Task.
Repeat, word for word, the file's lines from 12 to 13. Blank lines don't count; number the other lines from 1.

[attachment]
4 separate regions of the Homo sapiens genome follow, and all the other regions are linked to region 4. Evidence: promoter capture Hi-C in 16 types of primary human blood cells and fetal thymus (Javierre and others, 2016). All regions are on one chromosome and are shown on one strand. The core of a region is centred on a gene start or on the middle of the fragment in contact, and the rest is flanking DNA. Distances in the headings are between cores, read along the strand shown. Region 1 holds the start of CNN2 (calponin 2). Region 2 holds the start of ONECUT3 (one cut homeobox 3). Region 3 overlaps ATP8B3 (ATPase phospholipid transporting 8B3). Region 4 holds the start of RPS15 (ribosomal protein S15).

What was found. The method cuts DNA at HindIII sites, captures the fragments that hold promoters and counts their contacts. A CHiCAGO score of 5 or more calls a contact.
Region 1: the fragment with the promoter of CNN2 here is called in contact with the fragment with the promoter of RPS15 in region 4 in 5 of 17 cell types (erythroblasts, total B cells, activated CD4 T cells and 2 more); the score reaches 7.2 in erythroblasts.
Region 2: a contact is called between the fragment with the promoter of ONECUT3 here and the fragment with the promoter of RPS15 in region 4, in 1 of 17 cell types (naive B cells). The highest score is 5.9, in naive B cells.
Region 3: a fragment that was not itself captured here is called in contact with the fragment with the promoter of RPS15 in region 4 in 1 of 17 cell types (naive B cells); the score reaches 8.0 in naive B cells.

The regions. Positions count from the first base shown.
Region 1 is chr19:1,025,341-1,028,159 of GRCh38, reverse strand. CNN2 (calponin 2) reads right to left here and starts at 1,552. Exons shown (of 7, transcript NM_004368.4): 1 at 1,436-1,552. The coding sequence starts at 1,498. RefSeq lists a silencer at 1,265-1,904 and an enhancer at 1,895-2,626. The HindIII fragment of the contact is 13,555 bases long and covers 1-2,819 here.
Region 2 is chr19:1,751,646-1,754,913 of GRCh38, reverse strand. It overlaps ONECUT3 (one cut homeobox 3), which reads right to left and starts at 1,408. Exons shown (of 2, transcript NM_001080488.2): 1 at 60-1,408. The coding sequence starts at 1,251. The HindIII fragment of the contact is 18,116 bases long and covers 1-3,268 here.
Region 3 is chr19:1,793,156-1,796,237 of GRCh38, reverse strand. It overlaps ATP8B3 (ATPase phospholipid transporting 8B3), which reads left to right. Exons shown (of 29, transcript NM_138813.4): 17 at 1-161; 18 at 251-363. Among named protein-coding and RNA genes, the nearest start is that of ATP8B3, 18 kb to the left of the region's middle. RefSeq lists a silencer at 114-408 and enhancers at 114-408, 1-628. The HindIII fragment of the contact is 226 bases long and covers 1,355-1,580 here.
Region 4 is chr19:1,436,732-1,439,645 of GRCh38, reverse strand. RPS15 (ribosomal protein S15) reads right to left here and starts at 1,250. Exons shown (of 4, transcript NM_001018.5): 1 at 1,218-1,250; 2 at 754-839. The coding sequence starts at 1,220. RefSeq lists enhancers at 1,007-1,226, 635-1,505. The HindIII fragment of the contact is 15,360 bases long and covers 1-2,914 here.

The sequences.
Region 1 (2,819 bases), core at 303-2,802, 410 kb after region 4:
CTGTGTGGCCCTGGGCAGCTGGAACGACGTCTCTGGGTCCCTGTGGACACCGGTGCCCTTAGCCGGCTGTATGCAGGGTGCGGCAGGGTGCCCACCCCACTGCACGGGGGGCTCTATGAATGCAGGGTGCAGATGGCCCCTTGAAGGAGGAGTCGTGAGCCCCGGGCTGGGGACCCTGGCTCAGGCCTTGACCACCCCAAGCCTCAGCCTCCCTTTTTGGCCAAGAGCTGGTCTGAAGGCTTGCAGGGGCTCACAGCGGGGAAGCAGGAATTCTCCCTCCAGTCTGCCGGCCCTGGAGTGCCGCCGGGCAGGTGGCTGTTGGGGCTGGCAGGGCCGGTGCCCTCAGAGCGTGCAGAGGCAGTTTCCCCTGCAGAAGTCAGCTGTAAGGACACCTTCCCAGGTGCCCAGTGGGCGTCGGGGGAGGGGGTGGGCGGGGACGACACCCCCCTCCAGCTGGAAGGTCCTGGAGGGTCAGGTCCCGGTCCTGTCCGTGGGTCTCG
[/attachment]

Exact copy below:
Region 1 (2,819 bases), core at 303-2,802, 410 kb after region 4:
CTGTGTGGCCCTGGGCAGCTGGAACGACGTCTCTGGGTCCCTGTGGACACCGGTGCCCTTAGCCGGCTGTATGCAGGGTGCGGCAGGGTGCCCACCCCACTGCACGGGGGGCTCTATGAATGCAGGGTGCAGATGGCCCCTTGAAGGAGGAGTCGTGAGCCCCGGGCTGGGGACCCTGGCTCAGGCCTTGACCACCCCAAGCCTCAGCCTCCCTTTTTGGCCAAGAGCTGGTCTGAAGGCTTGCAGGGGCTCACAGCGGGGAAGCAGGAATTCTCCCTCCAGTCTGCCGGCCCTGGAGTGCCGCCGGGCAGGTGGCTGTTGGGGCTGGCAGGGCCGGTGCCCTCAGAGCGTGCAGAGGCAGTTTCCCCTGCAGAAGTCAGCTGTAAGGACACCTTCCCAGGTGCCCAGTGGGCGTCGGGGGAGGGGGTGGGCGGGGACGACACCCCCCTCCAGCTGGAAGGTCCTGGAGGGTCAGGTCCCGGTCCTGTCCGTGGGTCTCG